My Heart is Broken

Nursing Students LPN/LVN Students


Specializes in Hospice.

In our 12 month program, we clock upwards of 2,000 hours of clinical time. We go through 3 levels at which point, we graduate. I graduate in August. (yay!). I'm currently in the 2nd level of my program, during which we spend 2 7 hour shifts per week in the clinical setting. This rotation is being spent on one of 3 med surg floors at a very large local hospital.

Wednesday, we had a patient who was being monitored for compartment syndrome while waiting for an ORIF. He was wearing an open cast splint on his LLE, and was experiencing pain d/t pressure on his heel. An order for lambs wool was pending, and in the meantime, the guy was in awful pain. He had already developed blisters on his shin at this point and Ortho had yet to be called for some reason that wasn't directly explained when the RN was asked about it.

This patient's nurse went to lunch, and as I was walking down the hall past his room, he called out to me. I went into his room and he was bent over at the waist attempting to pull his own toes up out of his cast. I asked him what was wrong and he said that he felt like his heel was on fire and he was trying to help himself w/out bothering anyone but the pain was quote "hell". I told him that I'd be right back and went to talk to my instructor. I explained the situation and asked what sort of relief I was allowed to provide at which point she told me to go talk to his nurse.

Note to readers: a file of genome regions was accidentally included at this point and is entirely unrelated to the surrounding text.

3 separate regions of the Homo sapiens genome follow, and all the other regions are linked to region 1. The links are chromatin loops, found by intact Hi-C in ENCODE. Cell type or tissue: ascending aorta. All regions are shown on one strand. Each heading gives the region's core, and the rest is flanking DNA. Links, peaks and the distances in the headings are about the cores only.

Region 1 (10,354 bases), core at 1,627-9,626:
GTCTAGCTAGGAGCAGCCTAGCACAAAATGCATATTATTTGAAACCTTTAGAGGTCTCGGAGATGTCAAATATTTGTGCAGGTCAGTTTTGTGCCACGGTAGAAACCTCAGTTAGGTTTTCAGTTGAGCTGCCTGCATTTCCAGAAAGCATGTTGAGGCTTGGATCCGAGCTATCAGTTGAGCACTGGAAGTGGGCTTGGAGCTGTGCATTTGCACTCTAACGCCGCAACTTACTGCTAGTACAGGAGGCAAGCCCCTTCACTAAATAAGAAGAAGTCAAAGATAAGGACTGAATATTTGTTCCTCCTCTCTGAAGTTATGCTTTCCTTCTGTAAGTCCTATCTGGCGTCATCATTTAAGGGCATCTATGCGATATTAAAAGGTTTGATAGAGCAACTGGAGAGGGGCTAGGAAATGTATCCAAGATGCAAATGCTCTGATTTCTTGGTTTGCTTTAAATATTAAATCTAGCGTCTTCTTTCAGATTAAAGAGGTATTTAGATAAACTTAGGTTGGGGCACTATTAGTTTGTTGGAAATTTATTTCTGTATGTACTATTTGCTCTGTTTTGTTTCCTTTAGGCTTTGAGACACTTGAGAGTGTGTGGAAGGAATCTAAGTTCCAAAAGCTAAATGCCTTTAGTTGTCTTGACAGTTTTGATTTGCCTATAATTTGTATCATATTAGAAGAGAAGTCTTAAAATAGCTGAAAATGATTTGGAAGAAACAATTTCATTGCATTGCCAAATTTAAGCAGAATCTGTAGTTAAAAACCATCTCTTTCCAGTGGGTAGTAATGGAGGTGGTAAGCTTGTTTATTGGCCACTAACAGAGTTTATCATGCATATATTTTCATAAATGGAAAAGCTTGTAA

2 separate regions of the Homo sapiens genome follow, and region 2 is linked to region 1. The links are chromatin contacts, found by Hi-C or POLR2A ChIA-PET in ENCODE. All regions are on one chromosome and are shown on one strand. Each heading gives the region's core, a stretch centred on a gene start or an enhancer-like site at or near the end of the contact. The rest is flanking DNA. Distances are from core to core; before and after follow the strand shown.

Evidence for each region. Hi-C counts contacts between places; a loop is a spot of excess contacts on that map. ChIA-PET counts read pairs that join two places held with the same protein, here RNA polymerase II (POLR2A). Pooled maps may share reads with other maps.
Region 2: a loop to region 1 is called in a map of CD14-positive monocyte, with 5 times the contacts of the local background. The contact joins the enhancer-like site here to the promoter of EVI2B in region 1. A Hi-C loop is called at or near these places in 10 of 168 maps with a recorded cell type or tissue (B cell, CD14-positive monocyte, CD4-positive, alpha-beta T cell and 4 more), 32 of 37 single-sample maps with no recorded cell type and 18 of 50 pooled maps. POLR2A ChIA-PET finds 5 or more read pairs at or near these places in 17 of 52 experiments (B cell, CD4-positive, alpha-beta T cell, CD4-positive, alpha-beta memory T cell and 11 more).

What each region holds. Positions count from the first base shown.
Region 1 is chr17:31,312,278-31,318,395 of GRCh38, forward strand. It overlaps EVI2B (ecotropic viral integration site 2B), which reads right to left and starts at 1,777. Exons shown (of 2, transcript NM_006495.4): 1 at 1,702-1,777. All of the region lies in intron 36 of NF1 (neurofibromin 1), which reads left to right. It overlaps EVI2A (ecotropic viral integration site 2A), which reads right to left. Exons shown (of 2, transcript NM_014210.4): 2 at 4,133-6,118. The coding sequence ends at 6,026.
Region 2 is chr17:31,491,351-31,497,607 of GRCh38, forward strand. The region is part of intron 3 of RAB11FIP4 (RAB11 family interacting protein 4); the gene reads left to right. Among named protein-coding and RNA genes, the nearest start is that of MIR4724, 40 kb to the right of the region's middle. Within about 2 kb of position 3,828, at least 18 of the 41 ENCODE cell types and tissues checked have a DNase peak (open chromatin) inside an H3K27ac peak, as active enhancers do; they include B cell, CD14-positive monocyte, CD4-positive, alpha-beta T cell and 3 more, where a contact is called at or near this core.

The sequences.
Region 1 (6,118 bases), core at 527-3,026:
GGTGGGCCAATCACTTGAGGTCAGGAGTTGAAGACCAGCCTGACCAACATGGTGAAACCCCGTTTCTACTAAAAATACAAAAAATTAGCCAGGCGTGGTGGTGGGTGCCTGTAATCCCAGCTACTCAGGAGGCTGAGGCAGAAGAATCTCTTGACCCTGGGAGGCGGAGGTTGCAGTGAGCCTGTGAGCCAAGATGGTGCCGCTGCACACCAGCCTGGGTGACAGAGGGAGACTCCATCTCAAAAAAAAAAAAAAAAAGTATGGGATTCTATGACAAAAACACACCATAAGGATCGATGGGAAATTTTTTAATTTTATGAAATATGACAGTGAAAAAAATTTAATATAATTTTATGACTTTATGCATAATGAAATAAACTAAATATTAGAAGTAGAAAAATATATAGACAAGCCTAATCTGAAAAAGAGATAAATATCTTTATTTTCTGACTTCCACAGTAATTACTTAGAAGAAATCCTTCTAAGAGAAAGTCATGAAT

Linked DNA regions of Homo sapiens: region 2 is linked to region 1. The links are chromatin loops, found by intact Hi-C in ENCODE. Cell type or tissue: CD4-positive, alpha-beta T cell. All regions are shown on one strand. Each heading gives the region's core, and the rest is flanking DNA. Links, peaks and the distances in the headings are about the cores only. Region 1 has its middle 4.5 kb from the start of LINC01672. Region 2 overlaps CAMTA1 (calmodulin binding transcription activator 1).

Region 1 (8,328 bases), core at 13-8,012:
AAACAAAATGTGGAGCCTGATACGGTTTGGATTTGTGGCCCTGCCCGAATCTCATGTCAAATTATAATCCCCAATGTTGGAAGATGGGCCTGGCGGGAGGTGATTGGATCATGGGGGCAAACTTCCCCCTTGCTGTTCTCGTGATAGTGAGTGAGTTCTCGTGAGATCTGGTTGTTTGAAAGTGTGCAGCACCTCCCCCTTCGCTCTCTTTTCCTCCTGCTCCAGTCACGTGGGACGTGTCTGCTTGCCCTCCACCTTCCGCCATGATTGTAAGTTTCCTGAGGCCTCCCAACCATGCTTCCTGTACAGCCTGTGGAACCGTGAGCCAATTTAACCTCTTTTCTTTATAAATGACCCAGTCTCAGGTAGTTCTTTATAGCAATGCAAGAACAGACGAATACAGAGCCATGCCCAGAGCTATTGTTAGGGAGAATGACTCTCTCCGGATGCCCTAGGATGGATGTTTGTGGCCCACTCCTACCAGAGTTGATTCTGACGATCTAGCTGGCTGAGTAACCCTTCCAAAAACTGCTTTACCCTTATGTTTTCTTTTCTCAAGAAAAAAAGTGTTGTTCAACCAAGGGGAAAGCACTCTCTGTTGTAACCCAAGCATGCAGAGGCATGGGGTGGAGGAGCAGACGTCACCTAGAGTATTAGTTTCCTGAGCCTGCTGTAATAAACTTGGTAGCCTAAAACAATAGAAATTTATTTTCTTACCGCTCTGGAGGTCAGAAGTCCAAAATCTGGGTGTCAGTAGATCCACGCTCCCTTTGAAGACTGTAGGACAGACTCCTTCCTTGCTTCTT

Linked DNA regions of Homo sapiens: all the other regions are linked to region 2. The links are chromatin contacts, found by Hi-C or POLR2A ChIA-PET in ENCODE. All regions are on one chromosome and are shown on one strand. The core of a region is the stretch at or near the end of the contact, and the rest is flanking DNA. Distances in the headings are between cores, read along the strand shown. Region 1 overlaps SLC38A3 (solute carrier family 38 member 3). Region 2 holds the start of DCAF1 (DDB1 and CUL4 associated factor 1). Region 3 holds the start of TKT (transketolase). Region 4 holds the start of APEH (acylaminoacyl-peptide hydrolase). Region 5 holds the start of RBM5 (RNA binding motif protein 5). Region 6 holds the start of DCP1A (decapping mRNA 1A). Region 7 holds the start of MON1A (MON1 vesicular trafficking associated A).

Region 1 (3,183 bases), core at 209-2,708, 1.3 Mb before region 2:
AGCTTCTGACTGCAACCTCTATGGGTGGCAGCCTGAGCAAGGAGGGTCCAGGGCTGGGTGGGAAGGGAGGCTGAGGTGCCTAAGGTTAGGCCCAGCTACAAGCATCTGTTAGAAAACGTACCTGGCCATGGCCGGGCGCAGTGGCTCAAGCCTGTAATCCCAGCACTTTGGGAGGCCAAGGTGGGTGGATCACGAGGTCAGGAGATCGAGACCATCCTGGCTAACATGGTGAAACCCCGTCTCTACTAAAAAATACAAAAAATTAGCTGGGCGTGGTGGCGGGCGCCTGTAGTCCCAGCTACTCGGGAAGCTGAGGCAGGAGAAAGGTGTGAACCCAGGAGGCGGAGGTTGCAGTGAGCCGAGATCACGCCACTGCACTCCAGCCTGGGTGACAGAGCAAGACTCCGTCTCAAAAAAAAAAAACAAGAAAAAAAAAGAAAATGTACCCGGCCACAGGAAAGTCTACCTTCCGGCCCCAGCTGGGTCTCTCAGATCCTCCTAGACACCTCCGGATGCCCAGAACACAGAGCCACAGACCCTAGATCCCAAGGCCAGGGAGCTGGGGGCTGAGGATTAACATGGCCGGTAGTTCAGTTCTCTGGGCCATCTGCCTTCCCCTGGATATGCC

The nurse that was covering for his nurse while she was at lunch stared at me from behind the desk and the conversation went something like this:

me: Hi, I had a question about twenty se...

nurse: yes. 27. what do you want.

me: I was told that you're the nurse covering for his nurse and was wondering what we can..

nurse: he has an order for lambs wool

me: ok well it doesn't appear that his lambswool is here yet and..

nurse: I'm not his nurse. and I already know.

me: So would it be possible for you to..

nurse: no.

and then she stared at me from her chair until I left. She seriously interrupted me and refused to hear anything, or do anything at all for the patient.

I went back to the patient and the guy was crying. I told him that I'd be right back and I went and talked to my classmate that was assigned to him and she said that he was a very sweet, nice guy. Pretty young. No problems, doesn't complain. So we both went back in the room and he's begging us to do something to help him. His leg WAS able to be moved as the splint was open, but obviously you CAN'T DO THAT. We knew it, told him we're looking for a solution and went back to our instructor again.

Our instructor went to the nurse covering, told her something had to be done so the jerk got up, went to the patient's room, stood IN THE HALLWAY OUTSIDE THE DOOR and said "you've already had all of your PRN pain meds, we can't give you anymore" and went back to her seat.